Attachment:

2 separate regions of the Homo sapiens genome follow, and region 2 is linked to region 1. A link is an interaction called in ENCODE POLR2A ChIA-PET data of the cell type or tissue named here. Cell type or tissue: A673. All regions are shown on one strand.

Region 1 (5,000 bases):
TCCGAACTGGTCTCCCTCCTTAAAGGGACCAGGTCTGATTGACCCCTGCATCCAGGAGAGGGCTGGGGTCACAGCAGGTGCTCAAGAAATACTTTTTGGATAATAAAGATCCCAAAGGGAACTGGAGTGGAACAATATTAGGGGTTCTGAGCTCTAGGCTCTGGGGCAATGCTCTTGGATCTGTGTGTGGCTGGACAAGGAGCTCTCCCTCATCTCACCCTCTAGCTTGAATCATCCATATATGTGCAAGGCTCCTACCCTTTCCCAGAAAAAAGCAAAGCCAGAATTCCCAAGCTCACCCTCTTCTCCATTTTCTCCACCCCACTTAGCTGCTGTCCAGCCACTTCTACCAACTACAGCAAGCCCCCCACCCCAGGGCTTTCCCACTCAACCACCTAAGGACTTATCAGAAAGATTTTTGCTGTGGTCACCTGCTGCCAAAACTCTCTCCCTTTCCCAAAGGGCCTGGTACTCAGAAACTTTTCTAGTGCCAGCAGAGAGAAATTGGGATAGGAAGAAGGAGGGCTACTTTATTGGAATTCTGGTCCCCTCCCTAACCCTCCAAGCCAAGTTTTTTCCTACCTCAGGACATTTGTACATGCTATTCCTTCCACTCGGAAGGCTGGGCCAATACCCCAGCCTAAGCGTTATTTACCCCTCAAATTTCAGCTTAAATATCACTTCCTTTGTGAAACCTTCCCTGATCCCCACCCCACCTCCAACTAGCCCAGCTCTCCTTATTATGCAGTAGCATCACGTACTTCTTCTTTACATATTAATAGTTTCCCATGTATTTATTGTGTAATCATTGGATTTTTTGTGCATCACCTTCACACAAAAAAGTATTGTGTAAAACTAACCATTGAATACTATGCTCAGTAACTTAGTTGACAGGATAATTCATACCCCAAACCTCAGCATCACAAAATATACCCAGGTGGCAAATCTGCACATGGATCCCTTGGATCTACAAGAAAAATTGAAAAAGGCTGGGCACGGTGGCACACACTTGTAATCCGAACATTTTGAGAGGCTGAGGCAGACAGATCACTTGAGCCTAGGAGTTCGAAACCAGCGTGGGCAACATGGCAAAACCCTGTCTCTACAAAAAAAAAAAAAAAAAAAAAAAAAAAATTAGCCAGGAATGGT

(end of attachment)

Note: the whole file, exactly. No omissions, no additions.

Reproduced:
2 separate regions of the Homo sapiens genome follow, and region 2 is linked to region 1. A link is an interaction called in ENCODE POLR2A ChIA-PET data of the cell type or tissue named here. Cell type or tissue: A673. All regions are shown on one strand.

Region 1 (5,000 bases):
TCCGAACTGGTCTCCCTCCTTAAAGGGACCAGGTCTGATTGACCCCTGCATCCAGGAGAGGGCTGGGGTCACAGCAGGTGCTCAAGAAATACTTTTTGGATAATAAAGATCCCAAAGGGAACTGGAGTGGAACAATATTAGGGGTTCTGAGCTCTAGGCTCTGGGGCAATGCTCTTGGATCTGTGTGTGGCTGGACAAGGAGCTCTCCCTCATCTCACCCTCTAGCTTGAATCATCCATATATGTGCAAGGCTCCTACCCTTTCCCAGAAAAAAGCAAAGCCAGAATTCCCAAGCTCACCCTCTTCTCCATTTTCTCCACCCCACTTAGCTGCTGTCCAGCCACTTCTACCAACTACAGCAAGCCCCCCACCCCAGGGCTTTCCCACTCAACCACCTAAGGACTTATCAGAAAGATTTTTGCTGTGGTCACCTGCTGCCAAAACTCTCTCCCTTTCCCAAAGGGCCTGGTACTCAGAAACTTTTCTAGTGCCAGCAGAGAGAAATTGGGATAGGAAGAAGGAGGGCTACTTTATTGGAATTCTGGTCCCCTCCCTAACCCTCCAAGCCAAGTTTTTTCCTACCTCAGGACATTTGTACATGCTATTCCTTCCACTCGGAAGGCTGGGCCAATACCCCAGCCTAAGCGTTATTTACCCCTCAAATTTCAGCTTAAATATCACTTCCTTTGTGAAACCTTCCCTGATCCCCACCCCACCTCCAACTAGCCCAGCTCTCCTTATTATGCAGTAGCATCACGTACTTCTTCTTTACATATTAATAGTTTCCCATGTATTTATTGTGTAATCATTGGATTTTTTGTGCATCACCTTCACACAAAAAAGTATTGTGTAAAACTAACCATTGAATACTATGCTCAGTAACTTAGTTGACAGGATAATTCATACCCCAAACCTCAGCATCACAAAATATACCCAGGTGGCAAATCTGCACATGGATCCCTTGGATCTACAAGAAAAATTGAAAAAGGCTGGGCACGGTGGCACACACTTGTAATCCGAACATTTTGAGAGGCTGAGGCAGACAGATCACTTGAGCCTAGGAGTTCGAAACCAGCGTGGGCAACATGGCAAAACCCTGTCTCTACAAAAAAAAAAAAAAAAAAAAAAAAAAAATTAGCCAGGAATGGT